Nine years ago I began Lewis and Clarking my way through ultras. I had been running steadily for a couple years and spent a lot of time reading about the sport, but overall it was this large blank canvas. What to eat, how to pace, best way to prevent blisters, handling rain; I was faced with nothing but question mark after question mark. Slowly over the years (oh, so slowly), I’ve been able to create a detailed map to navigate by. Distances from 50k to hundred milers are marked off. I know most of the weather pitfalls the different seasons are likely to throw at me. I’ve noted the challenges of different course layouts (short loop, out-and-back) in the margins. It even has the contours of different formats (fixed distance, timed, backyard, whatever DUC is) outlined. While I’m not yet ready to call myself an expert, I’m pretty confident I can navigate my way around most of the obstacles I’m likely to face.
Thar Be Monsters
And now I’m about to go off the edge of my map.
Four times I have had the opportunity to go past the hundred mile distance and four times I have been unsuccessful. Twice I have been stopped short by injury (MDT FKT attempts), which I’m chalking up to bad luck as it’s never happened on any of the other 60+ times I’ve attempted ultra distances in races or training. And twice I’ve decided to call it quits (MDT again, Capital Backyard) because I didn’t want to. So my detailed map has this large blank space after the hundred mile distance with little pictures of monsters on it.
There are two types of unknowns: the known and the unknown. This is what I know I don’t know about 200s:
- General muscle fatigue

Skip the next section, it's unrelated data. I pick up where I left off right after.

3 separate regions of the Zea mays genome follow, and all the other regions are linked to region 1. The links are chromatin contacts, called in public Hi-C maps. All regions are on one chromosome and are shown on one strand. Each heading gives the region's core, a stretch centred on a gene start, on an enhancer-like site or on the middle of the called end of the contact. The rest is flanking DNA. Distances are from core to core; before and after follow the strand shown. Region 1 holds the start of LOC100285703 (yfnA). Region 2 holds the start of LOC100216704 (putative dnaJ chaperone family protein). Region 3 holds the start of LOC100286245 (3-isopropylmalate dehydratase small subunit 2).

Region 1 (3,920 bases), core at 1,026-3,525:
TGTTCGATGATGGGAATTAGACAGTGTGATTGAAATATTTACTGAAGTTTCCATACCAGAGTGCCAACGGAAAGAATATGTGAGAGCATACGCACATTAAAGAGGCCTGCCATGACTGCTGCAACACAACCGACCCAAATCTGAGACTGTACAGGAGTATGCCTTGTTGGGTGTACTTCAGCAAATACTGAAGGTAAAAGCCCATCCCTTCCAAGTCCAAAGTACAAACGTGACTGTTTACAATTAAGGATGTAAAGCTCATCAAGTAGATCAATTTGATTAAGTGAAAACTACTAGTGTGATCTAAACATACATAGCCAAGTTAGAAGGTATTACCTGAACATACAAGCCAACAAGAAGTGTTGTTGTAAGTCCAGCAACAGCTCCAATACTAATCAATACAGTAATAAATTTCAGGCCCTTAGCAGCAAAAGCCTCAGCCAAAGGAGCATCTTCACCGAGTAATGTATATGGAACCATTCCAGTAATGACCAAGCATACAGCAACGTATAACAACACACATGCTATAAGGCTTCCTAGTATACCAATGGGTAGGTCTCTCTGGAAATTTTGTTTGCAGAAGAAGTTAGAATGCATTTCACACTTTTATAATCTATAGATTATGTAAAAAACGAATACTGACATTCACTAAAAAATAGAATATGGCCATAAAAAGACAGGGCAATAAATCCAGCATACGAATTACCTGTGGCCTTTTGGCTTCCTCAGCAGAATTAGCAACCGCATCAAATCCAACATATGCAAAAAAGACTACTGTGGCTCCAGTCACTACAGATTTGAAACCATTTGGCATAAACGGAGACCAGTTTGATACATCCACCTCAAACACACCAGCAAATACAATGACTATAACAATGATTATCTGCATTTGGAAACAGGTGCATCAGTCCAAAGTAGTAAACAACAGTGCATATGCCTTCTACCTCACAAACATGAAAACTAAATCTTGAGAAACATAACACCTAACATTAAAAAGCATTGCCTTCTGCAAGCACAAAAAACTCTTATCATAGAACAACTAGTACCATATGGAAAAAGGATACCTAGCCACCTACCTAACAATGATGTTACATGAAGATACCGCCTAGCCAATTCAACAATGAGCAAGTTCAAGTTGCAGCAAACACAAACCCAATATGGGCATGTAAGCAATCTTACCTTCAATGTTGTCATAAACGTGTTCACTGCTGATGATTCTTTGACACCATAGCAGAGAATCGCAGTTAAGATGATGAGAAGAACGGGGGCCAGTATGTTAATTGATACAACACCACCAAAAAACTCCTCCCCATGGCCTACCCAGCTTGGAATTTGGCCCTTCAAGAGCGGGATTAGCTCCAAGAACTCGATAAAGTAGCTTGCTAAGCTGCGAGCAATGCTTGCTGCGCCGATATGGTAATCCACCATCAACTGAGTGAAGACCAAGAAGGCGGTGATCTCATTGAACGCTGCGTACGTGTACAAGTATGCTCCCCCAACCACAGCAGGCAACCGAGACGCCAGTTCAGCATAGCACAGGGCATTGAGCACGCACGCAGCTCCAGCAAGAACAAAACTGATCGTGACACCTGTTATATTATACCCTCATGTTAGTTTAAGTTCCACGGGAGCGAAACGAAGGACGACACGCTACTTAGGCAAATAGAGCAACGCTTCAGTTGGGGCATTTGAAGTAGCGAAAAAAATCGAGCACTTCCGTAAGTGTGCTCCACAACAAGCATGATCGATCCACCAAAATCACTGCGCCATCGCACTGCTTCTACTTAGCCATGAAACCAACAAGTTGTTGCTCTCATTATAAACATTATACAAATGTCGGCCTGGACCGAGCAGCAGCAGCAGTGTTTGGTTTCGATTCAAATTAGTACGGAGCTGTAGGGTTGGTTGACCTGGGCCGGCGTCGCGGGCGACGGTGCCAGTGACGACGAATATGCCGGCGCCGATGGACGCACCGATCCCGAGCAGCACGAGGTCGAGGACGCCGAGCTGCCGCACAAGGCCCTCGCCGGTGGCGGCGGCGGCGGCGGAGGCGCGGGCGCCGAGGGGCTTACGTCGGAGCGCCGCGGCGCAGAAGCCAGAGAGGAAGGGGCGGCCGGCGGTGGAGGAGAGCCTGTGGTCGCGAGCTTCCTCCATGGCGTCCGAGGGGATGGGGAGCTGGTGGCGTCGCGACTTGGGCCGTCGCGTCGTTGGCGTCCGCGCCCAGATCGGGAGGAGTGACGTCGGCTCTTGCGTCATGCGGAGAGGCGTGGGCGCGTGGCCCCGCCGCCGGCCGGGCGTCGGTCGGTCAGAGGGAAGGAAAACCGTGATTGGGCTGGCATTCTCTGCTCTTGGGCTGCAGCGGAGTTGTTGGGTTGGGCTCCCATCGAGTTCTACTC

The first bullet is the most obvious. I’m going to slow down, however I don’t know how much. I know my 100 mile pace for this course so while I’m planning to start slower than that, I have no idea if this is slow enough. And no clue whether the decline curve translates into a 10% drop-off, 25%, 50%, or something more.
Sleep is something else that’s difficult for me to plan for without any experience or context. I’m confident I can make it to the second night without resting, however I don’t know if I’ll only need a couple 15 minute naps. Maybe I’ll need a couple hours. Maybe quite a bit more than that. I’ve read and talked to people who have done multi-day runs and I’ve gotten all kinds of responses back. Basically, this is something I don’t think I can really plan for and will have to play it by ear.
I’ve eventually learned that works nutrition-wise for 6-10 hours typically won’t work for 24 or more hours. I have my nutrition dialed in for the hundred mile distance and can now execute this if not flawlessly, then at least close to plan. I’m going to extrapolate a bit and assume that just because something works for me for 30 hours doesn’t mean it will work for twice this distance. Similar to my sleep “strategy”, I’m going to be flexible here and adjust after day one based on what’s working (or more accurately not working).
I periodically develop blisters towards the end of my hundred milers. The dry conditions on flattish roads reduces the risk of this, but again – I’m not exactly sure what will eventually happen. The pack I’m using causes some chafing on my back though it’s been manageable in prior long uses. I’ll be bringing along some tape to address this if it gets too bad, but generally is just something I’ll have to live with.
What’s not on the list above is all the potential issues I don’t know about. There’s probably a dozen other things that can derail my race, however I don’t typically spend too much time thinking/stressing about them. I’ll either be able to deal with them when they rear their ugly little heads or I won’t be able to.
Fingers crossed I can either slay or avoid all the monsters I’m about to face.